Kitchen Basics : Saunth or Imli ki chutney 

Kitchen Basics : Saunth or Imli ki chutney

Some might argue on whether that Saunth or the sweet, spicy and sour Imli ki chutney is really a kitchen basic. But if one has grown up in the north of India, we will pretty much agree it is.

Whether it is the dahi bhalla or all kinds of chaat. Whether it is cutlets or samosa. Whether it is moong dal ke ladoo or golgappa, we pretty much have it with most things. It think it is honestly India's answer to the ketchup and power packed one too. This is far more tasty than any tomato ketchup.  Most North Indian homes will have this chutney in a jar in the fridge to be pulled out at the last minute and served with the evening snack.

Saunth is typically made with a combination of tamarind, jaggery and spices like pepper,chilli, dry ginger and saunf. They say it gets it's name from soonth (the hindi name for dry ginger). Typically a thicker and concentrated one is made and stored and then a little boiling water along with fresh grapes (or if not in season rehydrated raisins) are added to the chutney just before serving. Some people also add pomegranate seeds.

Kitchen Basics : Saunth or Imli ki chutney
Kitchen Basics : Saunth or Imli ki chutneySome might argue on whether that Saunth or the sweet, spicy and sour Imli ki chutney is really a kitchen basic. But if one has grown up in the north of India, we will pretty much agree it is. Whether it is the dahi bhalla or all kinds of chaat. Whether it is cutlets or samosa. Whether it is moong da...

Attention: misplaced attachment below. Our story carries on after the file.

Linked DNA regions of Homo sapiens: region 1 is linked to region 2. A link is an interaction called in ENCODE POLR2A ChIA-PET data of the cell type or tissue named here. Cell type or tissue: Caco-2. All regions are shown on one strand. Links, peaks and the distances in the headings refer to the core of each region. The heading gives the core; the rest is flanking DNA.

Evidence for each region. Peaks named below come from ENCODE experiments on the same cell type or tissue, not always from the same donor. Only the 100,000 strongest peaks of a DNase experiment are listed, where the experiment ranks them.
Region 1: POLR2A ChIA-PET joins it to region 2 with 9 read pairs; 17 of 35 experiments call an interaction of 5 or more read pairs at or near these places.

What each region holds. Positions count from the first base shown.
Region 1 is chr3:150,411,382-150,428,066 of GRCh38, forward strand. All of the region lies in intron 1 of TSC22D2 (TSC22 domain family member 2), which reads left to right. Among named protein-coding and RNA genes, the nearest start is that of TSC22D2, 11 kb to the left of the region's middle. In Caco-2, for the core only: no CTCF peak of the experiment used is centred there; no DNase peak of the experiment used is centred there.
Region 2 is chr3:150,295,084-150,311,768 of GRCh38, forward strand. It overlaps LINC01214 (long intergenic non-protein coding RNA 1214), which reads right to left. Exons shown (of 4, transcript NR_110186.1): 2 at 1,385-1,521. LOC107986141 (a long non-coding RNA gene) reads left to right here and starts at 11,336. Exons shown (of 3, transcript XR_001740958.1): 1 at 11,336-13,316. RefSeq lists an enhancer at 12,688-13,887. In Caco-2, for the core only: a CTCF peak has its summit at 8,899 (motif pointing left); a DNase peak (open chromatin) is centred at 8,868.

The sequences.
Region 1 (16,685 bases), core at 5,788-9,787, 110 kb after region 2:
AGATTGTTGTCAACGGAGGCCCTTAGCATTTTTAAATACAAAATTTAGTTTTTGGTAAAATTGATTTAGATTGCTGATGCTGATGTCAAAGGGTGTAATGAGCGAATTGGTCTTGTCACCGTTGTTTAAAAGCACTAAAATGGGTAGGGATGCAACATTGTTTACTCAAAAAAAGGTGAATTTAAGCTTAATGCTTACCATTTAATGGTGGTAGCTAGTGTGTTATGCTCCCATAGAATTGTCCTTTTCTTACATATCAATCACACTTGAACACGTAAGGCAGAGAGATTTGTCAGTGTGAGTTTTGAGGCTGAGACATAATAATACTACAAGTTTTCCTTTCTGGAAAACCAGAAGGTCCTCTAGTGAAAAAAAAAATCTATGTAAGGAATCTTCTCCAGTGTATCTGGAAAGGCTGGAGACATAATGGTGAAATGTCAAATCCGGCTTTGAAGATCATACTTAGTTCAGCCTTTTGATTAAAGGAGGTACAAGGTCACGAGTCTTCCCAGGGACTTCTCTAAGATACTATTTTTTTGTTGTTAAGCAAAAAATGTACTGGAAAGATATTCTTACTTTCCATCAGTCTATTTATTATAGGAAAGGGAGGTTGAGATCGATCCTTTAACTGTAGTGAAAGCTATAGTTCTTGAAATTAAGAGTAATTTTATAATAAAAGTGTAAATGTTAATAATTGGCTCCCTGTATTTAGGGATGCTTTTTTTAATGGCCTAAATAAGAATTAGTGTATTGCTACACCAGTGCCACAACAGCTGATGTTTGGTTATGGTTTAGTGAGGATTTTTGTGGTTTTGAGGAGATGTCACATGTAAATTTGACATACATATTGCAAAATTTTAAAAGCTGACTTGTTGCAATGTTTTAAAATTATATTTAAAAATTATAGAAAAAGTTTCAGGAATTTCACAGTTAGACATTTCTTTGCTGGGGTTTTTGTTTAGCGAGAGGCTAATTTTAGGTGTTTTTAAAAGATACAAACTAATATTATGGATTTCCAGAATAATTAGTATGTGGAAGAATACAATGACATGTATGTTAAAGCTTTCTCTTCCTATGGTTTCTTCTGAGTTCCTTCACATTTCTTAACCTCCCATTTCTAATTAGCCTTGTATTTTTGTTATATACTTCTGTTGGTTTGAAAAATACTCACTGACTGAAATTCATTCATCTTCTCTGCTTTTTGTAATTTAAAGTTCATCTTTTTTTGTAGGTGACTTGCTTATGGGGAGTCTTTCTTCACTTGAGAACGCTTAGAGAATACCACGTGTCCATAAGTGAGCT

Summary

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  • Coursecondiments
  • Cuisineindian
  • Yield2 cups 2 cup
  • Cooking Time20 minutesPT0H20M
  • Preparation Time2 hoursPT2H0M
  • Total Time2 hours, 20 minutesPT2H20M

Ingredients

Seedless Tamarind
1/2 cup
Grated Jaggery
6 tbsps
Jeera seeds
1/2 tsp
Jeera powder
1/2 tsp
Kashmiri chili powder
1 tsp
Saunf seeds
1 tsp
Dry ginger powder
1 tsp
Pepper powder a
pinch
Salt
to taste
Grapes
handful
Water
1.5 cups

Steps

  1. Throughly wash the Tamarind and soak it in 1.5 cups of water for 2 hours. After two hours, squeeze out the pulp well and drain it using a large hole colander or sieve
  2. In a heavy bottom pan, dry roast the cumin and saunf seeds. When mildly fragrant and slightly browned, add the tamarind pulp and bring to boil. Lower the temperature and let it simmer for 2-3 minutes.
  3. Add the grated jaggery and simmer till the sauce turns thick and starts to coat the back of the spoon.
  4. Add salt, red chilli powder, dry ginger powder, pepper. Mix and turn off the heat
  5. Store in clean, dry bottles in the fridge. Lasts for 2 months and I like to age it for atleast 2 days before eating.

Another chutney which is a basic and is found in all north indian households is the green chutney.

Here is a post which has two green chutney recipes.

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